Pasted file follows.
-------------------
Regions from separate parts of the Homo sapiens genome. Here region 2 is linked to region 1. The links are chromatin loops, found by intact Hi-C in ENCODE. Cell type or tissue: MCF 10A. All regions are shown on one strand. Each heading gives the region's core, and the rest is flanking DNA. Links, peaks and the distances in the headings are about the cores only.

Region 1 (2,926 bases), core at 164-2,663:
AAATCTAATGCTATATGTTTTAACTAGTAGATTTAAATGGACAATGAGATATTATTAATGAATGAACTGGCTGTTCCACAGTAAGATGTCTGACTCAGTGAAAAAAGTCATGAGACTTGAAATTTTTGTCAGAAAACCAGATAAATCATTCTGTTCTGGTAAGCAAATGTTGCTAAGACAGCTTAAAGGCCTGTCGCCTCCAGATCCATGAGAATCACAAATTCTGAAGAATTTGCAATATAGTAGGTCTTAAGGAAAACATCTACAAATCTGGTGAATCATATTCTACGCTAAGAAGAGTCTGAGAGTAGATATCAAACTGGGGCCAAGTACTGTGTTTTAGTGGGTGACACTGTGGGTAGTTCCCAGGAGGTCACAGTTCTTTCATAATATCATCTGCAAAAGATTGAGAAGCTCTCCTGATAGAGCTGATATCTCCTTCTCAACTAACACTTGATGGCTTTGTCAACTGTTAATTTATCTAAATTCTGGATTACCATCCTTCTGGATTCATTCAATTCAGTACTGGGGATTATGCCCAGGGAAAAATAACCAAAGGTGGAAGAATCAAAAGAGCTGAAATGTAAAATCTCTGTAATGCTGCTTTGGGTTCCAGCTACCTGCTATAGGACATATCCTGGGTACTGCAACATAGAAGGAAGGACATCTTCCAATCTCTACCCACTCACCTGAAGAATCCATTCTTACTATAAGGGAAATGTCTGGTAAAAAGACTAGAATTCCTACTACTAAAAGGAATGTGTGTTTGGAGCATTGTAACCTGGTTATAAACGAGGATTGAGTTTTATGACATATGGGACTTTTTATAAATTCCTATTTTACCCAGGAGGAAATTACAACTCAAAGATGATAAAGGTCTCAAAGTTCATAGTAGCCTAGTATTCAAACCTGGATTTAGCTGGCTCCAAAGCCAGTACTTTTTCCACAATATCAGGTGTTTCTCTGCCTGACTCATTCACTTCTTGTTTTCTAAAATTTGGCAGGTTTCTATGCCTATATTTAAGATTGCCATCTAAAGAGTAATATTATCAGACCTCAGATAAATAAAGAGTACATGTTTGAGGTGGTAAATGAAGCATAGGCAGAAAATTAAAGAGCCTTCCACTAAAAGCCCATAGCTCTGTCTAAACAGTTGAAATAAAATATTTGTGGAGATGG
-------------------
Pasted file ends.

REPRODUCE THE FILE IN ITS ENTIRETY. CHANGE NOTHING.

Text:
Regions from separate parts of the Homo sapiens genome. Here region 2 is linked to region 1. The links are chromatin loops, found by intact Hi-C in ENCODE. Cell type or tissue: MCF 10A. All regions are shown on one strand. Each heading gives the region's core, and the rest is flanking DNA. Links, peaks and the distances in the headings are about the cores only.

Region 1 (2,926 bases), core at 164-2,663:
AAATCTAATGCTATATGTTTTAACTAGTAGATTTAAATGGACAATGAGATATTATTAATGAATGAACTGGCTGTTCCACAGTAAGATGTCTGACTCAGTGAAAAAAGTCATGAGACTTGAAATTTTTGTCAGAAAACCAGATAAATCATTCTGTTCTGGTAAGCAAATGTTGCTAAGACAGCTTAAAGGCCTGTCGCCTCCAGATCCATGAGAATCACAAATTCTGAAGAATTTGCAATATAGTAGGTCTTAAGGAAAACATCTACAAATCTGGTGAATCATATTCTACGCTAAGAAGAGTCTGAGAGTAGATATCAAACTGGGGCCAAGTACTGTGTTTTAGTGGGTGACACTGTGGGTAGTTCCCAGGAGGTCACAGTTCTTTCATAATATCATCTGCAAAAGATTGAGAAGCTCTCCTGATAGAGCTGATATCTCCTTCTCAACTAACACTTGATGGCTTTGTCAACTGTTAATTTATCTAAATTCTGGATTACCATCCTTCTGGATTCATTCAATTCAGTACTGGGGATTATGCCCAGGGAAAAATAACCAAAGGTGGAAGAATCAAAAGAGCTGAAATGTAAAATCTCTGTAATGCTGCTTTGGGTTCCAGCTACCTGCTATAGGACATATCCTGGGTACTGCAACATAGAAGGAAGGACATCTTCCAATCTCTACCCACTCACCTGAAGAATCCATTCTTACTATAAGGGAAATGTCTGGTAAAAAGACTAGAATTCCTACTACTAAAAGGAATGTGTGTTTGGAGCATTGTAACCTGGTTATAAACGAGGATTGAGTTTTATGACATATGGGACTTTTTATAAATTCCTATTTTACCCAGGAGGAAATTACAACTCAAAGATGATAAAGGTCTCAAAGTTCATAGTAGCCTAGTATTCAAACCTGGATTTAGCTGGCTCCAAAGCCAGTACTTTTTCCACAATATCAGGTGTTTCTCTGCCTGACTCATTCACTTCTTGTTTTCTAAAATTTGGCAGGTTTCTATGCCTATATTTAAGATTGCCATCTAAAGAGTAATATTATCAGACCTCAGATAAATAAAGAGTACATGTTTGAGGTGGTAAATGAAGCATAGGCAGAAAATTAAAGAGCCTTCCACTAAAAGCCCATAGCTCTGTCTAAACAGTTGAAATAAAATATTTGTGGAGATGG